The idea started small: buy dessert to bring to Staten Island on Sunday when we visited Todd’s parents. Soon after, I thought, why spend money on a sugar-loaded treat when I could make something myself? But when I considered each person’s tastes, it became clear that I couldn’t just bake a simple bundt cake or box brownies. I decided on a carrot cake with cream cheese frosting. I’d never made one before, so I searched online for a recipe; I settled on this one, mostly because it looked good in the picture.
Though I’d chosen a recipe, I didn’t feel ready to bake yet. I wanted to try something new—two somethings, in fact. The first, the mini heart-shaped layering pans I’d bought in advance of Valentine’s Day. The second, the new KitchenAid stand mixer my parents gave me and Todd for Christmas. But something still felt incomplete, so I decided to add dried papaya, dried apple, and dried pineapple to my cake, basically rendering it a morning glory cake instead of carrot. Thus, my Saturday baking project was born.
I’ve baked cookies, muffins, and loaf breads. I’ve decorated cupcakes for Valentine’s Day, Halloween, Christmas, and everything in between. I’ve tried my hand at several pies: triple berry, maple peach, raspberry rhubarb, and classic apple more times than I can count. In September, I made my first bundt cake. All these baking experiments gave me the courage to attempt a real cinnamon-raisin brown sugar layer cake, almost wholly made from scratch (I bought the blue frosting).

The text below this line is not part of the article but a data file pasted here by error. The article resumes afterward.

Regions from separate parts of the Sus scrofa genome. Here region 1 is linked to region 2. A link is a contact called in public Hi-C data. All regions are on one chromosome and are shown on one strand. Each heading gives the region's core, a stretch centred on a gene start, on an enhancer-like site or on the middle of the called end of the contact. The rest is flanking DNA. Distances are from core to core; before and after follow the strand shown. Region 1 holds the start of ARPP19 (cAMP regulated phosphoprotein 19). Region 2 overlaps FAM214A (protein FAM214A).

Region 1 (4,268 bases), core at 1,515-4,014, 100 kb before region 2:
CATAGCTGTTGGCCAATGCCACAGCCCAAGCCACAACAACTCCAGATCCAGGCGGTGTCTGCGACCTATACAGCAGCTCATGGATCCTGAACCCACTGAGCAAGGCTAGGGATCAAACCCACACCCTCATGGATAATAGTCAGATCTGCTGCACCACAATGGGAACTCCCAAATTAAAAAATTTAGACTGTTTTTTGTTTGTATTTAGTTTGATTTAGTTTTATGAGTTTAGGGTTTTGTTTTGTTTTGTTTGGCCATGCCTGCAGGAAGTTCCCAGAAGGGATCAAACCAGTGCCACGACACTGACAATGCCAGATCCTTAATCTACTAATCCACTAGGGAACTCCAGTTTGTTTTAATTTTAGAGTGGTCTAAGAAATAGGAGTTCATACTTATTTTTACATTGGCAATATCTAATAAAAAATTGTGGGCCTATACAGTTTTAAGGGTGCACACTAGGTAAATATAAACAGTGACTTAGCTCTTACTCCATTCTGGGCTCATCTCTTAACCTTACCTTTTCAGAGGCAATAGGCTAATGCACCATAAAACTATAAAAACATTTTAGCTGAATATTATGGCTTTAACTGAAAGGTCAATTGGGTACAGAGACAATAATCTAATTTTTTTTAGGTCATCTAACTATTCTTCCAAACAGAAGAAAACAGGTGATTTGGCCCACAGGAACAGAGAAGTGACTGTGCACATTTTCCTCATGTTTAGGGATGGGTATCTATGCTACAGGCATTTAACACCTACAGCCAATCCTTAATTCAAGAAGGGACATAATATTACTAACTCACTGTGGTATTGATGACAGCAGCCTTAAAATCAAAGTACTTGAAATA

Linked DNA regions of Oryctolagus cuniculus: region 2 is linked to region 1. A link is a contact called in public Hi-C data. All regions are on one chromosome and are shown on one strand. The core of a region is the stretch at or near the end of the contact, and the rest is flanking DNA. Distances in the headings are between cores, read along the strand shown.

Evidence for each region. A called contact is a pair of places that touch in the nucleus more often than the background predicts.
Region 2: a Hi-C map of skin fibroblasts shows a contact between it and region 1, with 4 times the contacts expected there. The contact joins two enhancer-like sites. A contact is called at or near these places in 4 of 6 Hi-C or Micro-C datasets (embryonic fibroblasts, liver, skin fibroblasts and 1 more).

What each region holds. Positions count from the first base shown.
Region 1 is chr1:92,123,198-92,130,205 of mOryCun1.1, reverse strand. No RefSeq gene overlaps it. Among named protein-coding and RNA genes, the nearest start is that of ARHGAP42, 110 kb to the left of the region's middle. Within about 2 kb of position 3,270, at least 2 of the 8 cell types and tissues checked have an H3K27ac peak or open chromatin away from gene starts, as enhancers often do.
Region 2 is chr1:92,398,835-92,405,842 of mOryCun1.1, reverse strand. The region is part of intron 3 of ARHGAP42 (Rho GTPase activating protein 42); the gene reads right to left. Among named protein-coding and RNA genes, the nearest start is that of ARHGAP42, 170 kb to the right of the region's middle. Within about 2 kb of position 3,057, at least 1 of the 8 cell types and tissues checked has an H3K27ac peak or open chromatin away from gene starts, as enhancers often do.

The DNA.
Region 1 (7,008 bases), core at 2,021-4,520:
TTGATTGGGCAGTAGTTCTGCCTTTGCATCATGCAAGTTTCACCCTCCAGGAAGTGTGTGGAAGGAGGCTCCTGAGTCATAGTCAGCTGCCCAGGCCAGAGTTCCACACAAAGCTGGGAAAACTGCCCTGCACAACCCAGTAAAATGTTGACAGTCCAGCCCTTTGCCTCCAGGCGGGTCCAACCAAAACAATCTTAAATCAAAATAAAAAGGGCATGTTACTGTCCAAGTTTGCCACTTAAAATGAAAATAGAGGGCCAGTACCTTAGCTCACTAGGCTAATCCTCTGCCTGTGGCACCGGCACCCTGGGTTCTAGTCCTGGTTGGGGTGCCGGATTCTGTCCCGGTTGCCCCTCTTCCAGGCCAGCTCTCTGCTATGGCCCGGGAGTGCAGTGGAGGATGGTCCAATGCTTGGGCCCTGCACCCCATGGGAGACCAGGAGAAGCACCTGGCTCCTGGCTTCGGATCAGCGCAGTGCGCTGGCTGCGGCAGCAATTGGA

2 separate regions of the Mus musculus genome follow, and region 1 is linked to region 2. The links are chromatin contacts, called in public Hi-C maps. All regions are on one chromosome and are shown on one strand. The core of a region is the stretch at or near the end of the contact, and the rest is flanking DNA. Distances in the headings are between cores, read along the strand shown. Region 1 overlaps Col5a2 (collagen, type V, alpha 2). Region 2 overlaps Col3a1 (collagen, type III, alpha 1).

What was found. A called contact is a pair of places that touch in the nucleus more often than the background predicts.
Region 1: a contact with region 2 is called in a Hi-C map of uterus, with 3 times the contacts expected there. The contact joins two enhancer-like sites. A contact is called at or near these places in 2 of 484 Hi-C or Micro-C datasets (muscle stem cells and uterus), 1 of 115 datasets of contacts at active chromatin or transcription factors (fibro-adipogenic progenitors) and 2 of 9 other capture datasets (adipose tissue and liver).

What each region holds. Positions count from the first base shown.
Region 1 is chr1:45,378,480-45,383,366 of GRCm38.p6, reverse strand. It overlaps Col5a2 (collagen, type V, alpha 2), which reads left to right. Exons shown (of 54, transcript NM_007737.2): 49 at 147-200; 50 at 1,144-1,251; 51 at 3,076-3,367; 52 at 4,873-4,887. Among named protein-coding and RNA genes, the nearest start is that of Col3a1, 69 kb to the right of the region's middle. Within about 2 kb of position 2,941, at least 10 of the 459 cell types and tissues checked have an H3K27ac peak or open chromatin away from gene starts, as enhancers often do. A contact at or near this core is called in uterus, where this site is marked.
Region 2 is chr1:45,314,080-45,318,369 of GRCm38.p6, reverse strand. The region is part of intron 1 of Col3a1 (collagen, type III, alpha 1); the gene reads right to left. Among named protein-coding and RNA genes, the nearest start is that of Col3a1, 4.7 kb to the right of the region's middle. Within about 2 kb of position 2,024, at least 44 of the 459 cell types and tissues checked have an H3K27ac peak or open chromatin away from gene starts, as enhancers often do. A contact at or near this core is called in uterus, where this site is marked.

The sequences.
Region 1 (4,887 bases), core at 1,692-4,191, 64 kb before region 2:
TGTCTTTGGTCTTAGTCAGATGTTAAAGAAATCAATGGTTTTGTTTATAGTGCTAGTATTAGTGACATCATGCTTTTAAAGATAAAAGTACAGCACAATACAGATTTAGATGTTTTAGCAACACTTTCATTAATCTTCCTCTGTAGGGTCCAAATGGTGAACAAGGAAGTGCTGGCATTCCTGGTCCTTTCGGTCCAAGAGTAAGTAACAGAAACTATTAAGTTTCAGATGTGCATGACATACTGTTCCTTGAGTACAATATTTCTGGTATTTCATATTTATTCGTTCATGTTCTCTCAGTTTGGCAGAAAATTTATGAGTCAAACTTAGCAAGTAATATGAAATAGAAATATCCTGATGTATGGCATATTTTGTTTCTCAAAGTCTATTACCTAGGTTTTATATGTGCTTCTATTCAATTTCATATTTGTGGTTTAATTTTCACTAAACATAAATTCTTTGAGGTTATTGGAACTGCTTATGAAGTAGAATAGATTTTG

Now that I have my own apartment, I spend most of my time in the kitchen. I’ve made cookies: old-fashioned raisin, double chocolate, chocolate chip. I’ve done lemon-blueberry and chocolate chip scones. I’ve even tried my hand at Hungarian plum dumplings. The next item on my baking bucket list? A layer cake with buttercream icing, all made from scratch. I haven’t gotten there yet, but I did take a baby step toward that goal: a fig & pistachio vanilla bundt cake. (I used this recipe as a base, though I modified it a bit to add nuts and vanilla bean, along with a few other minor changes.)Continue reading